Readers’ Advisory 1: The Sandman: Endless Nights. Neil Gaiman

Quick Facts 

Author: Neil Gaiman

Illustrators: Glenn Fabry, Milo Manara, Miguelanxo Prado, Frank Quitely, P. Craig Russell, Bill Sienkiewicz, Barron Storey.

Genre: Graphic novel, Fantasy

160pp. ISBN: 978-14120-0893

Published by Vertigo, an imprint of DC Comics. 2003. $24.95 USA, $37.95 CAN

Available in print and eBook.

Why I Read It

Gaiman, while not a personal favorite, is reliable for an interesting tale. Though Endless Nights was published years after the conclusion of the original Sandman series, I wanted a quick peek into that world. Reading it has helped me decide if I want to read the original series.

TLL’s Tag

Neil Gaiman fulfills his promise to return to The Sandman series with stories of his siblings, The Endless.

The Rundown

Seven stories. Seven illustrators. One author. Each story stars one of the Endless, the siblings of the Sandman, including the Sandman himself. In the introduction, Gaiman writes that he’s wanted to work with these artists for years, but didn’t have the right stories to tell until now.

Here’s what I think

Endless Nights is very different from anything else I’ve ever read, period. Having seven artists, seven different artistic styles, seven takes on the same characters was jarring. I found myself picking my favorite depictions of each sibling. Two artists stood out for me. The first, Barron Storey, illustrated “15 Portraits of Despair,” for which Gaiman wrote fifteen little stories. It was the creepiest thing I’ve ever seen. It was easy to see that despair can arise in many different situations, but always lead to the same place: ALONE. The second, Bill Sienkiewicz, illustrated “Delirium: Going Inside.” Let me tell you, I have never seen artwork that so perfectly captured madness and made it coherent. It was the perfect melding of story and artwork. Readers of the original Sandman series will want this. It brings up a lot of questions that may be answered by the original series, while also probably providing answers that the original series brought up.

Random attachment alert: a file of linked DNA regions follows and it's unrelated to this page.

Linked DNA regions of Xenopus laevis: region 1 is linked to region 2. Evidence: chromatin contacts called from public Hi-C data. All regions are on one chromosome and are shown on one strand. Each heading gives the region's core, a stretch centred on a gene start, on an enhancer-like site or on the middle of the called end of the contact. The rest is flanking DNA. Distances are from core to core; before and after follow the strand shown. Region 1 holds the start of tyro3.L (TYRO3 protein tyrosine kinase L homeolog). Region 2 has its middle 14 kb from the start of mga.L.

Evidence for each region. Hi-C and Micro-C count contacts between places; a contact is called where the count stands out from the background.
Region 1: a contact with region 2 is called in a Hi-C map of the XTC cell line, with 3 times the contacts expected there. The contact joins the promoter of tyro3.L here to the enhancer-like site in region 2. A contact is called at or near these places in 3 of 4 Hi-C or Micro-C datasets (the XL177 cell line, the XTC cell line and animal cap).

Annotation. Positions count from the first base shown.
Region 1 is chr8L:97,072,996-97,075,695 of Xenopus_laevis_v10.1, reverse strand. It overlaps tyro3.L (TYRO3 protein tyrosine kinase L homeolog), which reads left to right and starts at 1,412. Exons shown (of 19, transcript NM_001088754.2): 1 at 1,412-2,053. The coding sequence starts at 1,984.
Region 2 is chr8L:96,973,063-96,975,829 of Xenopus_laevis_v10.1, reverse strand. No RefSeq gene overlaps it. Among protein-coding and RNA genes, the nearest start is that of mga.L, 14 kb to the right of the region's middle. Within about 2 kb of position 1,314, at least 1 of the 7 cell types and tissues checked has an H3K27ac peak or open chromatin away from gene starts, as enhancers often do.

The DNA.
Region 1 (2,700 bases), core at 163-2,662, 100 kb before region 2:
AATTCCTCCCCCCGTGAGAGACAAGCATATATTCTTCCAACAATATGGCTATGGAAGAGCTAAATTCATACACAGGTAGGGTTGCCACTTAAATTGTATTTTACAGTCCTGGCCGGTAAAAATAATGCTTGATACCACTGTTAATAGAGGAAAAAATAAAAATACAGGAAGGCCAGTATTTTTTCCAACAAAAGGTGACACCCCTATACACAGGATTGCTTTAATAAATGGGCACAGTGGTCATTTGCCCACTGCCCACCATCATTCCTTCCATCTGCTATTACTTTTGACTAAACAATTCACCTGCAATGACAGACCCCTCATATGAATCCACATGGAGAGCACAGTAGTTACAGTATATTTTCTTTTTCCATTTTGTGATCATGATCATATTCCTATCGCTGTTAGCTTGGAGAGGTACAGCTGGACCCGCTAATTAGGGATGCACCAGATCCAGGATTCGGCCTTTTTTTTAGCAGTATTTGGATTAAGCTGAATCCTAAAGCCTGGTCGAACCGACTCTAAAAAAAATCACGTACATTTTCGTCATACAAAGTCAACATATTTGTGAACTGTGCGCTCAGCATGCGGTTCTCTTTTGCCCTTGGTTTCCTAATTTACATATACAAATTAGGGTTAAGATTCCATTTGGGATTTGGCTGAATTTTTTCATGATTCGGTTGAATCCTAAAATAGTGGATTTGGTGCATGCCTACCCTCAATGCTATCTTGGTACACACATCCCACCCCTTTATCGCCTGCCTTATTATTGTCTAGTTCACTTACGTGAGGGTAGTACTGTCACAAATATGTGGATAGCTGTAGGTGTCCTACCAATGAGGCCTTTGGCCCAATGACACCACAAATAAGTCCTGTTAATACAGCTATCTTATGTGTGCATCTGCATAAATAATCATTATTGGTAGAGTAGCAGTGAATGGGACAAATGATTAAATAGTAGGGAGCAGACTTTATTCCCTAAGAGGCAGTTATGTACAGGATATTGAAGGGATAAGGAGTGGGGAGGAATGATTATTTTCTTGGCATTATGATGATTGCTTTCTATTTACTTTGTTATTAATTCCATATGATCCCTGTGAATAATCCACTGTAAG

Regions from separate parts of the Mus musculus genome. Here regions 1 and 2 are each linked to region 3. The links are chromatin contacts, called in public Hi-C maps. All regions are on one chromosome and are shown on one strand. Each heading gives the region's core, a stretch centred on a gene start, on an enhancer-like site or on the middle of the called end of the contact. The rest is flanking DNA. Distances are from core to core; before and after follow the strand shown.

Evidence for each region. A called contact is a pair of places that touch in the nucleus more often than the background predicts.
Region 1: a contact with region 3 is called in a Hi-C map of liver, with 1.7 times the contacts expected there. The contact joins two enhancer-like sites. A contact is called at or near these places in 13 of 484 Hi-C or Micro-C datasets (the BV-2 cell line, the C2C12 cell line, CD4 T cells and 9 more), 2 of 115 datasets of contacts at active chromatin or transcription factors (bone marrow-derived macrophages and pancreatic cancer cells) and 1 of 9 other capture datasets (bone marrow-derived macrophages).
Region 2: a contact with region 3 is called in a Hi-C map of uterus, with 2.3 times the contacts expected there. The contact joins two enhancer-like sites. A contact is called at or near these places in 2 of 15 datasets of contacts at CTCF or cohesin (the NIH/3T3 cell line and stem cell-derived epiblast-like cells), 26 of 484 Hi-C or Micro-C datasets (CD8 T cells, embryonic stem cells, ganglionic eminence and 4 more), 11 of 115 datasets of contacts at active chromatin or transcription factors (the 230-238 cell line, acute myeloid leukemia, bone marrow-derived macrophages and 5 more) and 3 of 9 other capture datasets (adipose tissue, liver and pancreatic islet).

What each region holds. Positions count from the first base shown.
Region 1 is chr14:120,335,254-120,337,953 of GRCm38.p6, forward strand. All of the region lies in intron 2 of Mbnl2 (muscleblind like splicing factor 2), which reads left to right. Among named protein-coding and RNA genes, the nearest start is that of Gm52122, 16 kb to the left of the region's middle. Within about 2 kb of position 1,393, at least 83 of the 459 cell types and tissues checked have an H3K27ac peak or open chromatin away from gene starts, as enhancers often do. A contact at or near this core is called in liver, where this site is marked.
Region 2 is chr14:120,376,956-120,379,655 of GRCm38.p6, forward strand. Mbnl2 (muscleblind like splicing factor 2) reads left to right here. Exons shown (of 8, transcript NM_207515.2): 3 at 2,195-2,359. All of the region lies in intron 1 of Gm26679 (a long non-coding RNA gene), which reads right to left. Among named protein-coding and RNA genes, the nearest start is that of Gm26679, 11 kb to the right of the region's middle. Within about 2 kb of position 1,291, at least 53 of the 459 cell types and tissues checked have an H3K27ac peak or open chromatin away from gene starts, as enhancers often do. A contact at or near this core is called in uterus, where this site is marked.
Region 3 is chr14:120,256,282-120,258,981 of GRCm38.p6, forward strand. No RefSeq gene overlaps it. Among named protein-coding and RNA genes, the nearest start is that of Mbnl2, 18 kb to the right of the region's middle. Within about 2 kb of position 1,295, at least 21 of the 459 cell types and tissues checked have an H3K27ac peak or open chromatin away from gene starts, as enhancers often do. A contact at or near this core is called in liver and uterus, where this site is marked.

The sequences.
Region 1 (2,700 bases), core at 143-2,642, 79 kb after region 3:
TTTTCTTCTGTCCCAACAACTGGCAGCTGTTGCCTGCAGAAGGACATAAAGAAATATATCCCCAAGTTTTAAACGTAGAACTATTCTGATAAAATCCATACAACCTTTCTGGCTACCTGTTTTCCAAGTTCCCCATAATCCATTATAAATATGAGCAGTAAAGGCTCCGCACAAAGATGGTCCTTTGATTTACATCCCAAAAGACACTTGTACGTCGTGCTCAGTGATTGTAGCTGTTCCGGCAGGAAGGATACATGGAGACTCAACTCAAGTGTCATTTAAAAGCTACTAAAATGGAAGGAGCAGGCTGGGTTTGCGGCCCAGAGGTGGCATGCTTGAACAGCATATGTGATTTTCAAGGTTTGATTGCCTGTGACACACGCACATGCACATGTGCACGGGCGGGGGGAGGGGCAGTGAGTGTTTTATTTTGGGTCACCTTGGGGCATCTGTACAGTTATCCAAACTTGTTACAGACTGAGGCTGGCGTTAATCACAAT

Endless Nights, though published after the original series, is a prequel. One does not, though, have to have read the original series to read this entry. For that matter, one does not have to read the original series at all. Each chapter stands alone, as enduring as its Endless subject.

Final decision

If you can’t tell, I really enjoyed this.

5Q–Hard to imagine it being better written

4P–Broad general or genre appeal

Readalikes, courtesy of NoveList Plus

Authors

Charles de Lint

Stephen King

Stephen Millhauser

Titles

Y, the Last Man, Brian K. Vaughn

Fray, Joss Whedon

Okko, Hub

Appeal Factors

Moody, Dramatic

Book Talk Notes

Death is a woman. p. 27

Desire comes in many forms. pp 43, 64

Dream (The Sandman) was in love. p. 60

Despair is. p. 81

Delirium is lost and needs to be found. p. 119

Destruction is protective. pp. 134-135

Destiny is chained. p. 148

All ways, always, and ever Endless. The siblings as you’ve never seen them before.

Book discussion questions

1) What do you think happened to Delirium?

2) Why do you think her name changed from Delight?

3) Why is despair an obese woman?

4) In the introduction, Gaiman says the Endless are not gods, because gods can be forgotten, but the Endless simply are. Discuss how Chapter 3 illustrates this concept.

5) Did any of the “15 Portraits of Despair” resonate with you? Which one and why.

6) Why do you think Destiny is chained to the book and vice versa?

Clues to the Future

Neil Gaiman, The Sandman, the Endless, different illustrators, two masks on the cover, creepy artwork

Awards and Lists

Locus Awards 2004, Nonfiction/Art

Links to the Author, Interviews, and Reviews

Author website: www.neilgaiman.com

NPR Interview: http://www.npr.org/templates/story/story.php?storyId=1435177

Interview with Bookslut: http://www.bookslut.com/features/2006_10_010057.php

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Until next time!

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